Martyr, twice condemned

by | Jul 9, 2013 | Vincentian Family

Jan HavlikJan Havlik – martyr, twice condemned because of his faith. Vincentian Marian Youth have organized to spread veneration and devotion to him.

On Sunday, 9 June 2013, Msgr. Stanislav Zvolenský, Metropolitan Archbishop of Bratislava, opened the diocesan phase of the process of beatification of Jan Havlik, a seminarian of the Congregation of the Mission, who was captured and tortured for being a seminarian and for studying theology clandestinely.

In a solemn ceremony in the parish church of Skalica (a city in the west of Slovakia), the Vice- Postulator of the above-mentioned process, Augustin Slaninka, CM, presented to the Archbishop the request to begin the process. The Chancellor of the Archdiocesan Curia, Msgr. Tibor Hajdu, read the consent of the Congregation for the Causes of Saints and the Decree opening the process promoted by the Archbishop, with which the cause of beatification was accepted and opened.

In the above-mentioned ceremony, Jozef Noga, Visitor of Slovakia; confreres; Daughters of Charity; the pastor of Skalica, Roman Stachovic; and the coadjutor of the town of Dubovce, where Jan Havlik was born in 1928, took part.

Information on Jan Havlik’s life:

Jan Havlik was born in 1928 in a town called Dubovce. He was the firstborn son of Carlos and Justina Havlik. In those times, he lived in material poverty but in an environment of spiritual wealth and the deep faith of his parents and other relatives, especially of his Aunt Angela – Sister Modesta, DC.

In 1943, he went to Banska Bystica and began as a student in the apostolic school (minor seminary) sponsored by the Vincentian confreres. In August 1944, sedition against the German troops began and the pupils had to return to their homes. At the end of the Second World War, he returned to Banska Bystica and continued his studies, completing his baccalaureate in May 1949. At that time, the Com- munist government decided to terminate and liquidate religion and Catholic education. This would also affect Jan’s life.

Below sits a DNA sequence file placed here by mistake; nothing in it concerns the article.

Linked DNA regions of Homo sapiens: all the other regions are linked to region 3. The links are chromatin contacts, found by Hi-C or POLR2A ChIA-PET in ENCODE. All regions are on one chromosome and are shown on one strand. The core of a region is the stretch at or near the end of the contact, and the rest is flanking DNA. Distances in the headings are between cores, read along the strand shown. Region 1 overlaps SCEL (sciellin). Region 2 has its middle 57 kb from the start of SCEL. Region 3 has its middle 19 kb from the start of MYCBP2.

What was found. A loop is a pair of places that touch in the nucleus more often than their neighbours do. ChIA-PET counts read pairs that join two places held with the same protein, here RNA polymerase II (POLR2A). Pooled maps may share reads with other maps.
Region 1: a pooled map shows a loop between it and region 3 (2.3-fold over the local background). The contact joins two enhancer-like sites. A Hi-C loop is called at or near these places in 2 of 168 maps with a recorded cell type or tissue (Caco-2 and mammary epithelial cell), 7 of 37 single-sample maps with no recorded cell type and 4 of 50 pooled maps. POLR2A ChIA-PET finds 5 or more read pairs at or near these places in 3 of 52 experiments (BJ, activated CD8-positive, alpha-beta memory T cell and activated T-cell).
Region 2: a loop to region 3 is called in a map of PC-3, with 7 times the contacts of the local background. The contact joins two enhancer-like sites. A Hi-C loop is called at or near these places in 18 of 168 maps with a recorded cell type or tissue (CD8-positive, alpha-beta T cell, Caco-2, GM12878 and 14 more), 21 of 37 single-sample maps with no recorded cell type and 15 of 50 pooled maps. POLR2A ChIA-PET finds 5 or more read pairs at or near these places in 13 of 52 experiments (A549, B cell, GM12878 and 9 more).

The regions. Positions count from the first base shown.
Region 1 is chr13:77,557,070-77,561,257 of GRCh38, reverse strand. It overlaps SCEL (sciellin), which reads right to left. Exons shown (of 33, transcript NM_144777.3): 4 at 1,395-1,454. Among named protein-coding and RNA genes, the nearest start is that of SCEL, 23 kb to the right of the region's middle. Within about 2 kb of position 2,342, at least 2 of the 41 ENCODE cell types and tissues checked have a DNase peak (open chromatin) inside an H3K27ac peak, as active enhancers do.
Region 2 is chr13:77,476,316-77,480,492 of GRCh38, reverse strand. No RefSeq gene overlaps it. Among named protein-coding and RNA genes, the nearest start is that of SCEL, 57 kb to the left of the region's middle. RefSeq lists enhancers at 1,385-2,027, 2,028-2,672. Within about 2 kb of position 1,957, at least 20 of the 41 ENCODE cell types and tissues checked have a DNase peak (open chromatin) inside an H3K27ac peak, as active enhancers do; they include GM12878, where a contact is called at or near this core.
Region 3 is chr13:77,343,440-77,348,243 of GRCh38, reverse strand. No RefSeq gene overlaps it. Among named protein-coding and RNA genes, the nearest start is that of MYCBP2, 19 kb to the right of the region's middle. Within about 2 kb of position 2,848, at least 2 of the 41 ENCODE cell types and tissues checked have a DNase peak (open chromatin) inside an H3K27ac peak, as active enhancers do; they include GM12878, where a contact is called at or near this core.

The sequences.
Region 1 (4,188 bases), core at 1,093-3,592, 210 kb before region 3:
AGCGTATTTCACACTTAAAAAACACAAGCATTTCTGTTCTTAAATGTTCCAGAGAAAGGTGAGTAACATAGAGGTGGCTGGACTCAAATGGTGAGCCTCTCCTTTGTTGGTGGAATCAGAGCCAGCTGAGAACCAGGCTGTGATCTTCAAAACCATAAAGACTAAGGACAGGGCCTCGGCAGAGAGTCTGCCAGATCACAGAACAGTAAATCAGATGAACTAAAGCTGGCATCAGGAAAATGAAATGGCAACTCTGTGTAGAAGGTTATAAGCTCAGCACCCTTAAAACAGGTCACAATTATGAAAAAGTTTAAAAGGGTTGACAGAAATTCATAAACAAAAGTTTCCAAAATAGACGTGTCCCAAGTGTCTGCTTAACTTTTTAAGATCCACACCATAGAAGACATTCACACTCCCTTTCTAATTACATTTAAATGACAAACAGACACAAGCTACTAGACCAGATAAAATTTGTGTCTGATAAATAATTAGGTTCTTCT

Jan entered the Internal Seminary on the night of 3-4 May 1950. The police came and took the semi- narians into forced labor in the construction of an artificial lake. Their intention was to break the wills of the prisoners. This ended in August and Jan wanted to continue theological studies clandestinely, in order to be ordained a priest. The Vincentian confreres used a factory to form him clandestinely. In October 1951, the police captured him together with six others. In 1953, after 15 months of investigation and torture, he was condemned to ten years for the crime of high treason for studying theology. He was sent to serve his sentence in a uranium mine. In 1958, they accused him a second time: of missionary activity among his fellow prisoners. He was condemned to an additional year. He was tortured physically and psychologically to the point of being sent to a hospital in 1962 (without the possibility of freeing him in an amnesty) with his health broken. Jan Havlik died on 27 December 1965 at the age of 37.

His example of life calls all of us to be faithful to our missionary vocation in spite of any opposition and to live our faith honestly and firmly. Jan Havlik suffered very much for his conviction and for his missionary vocation. We ask God to elevate him as soon as possible to the glory of the altar and reward him for the total sacrifice of his life. Pray, confreres, for this intention, that the process of beatification of our confrere, Jan Havlik, may move forward.

At the end of June, the young persons of JMV organized in Dubovce a day called Johnyfest to spread veneration and devotion to him.



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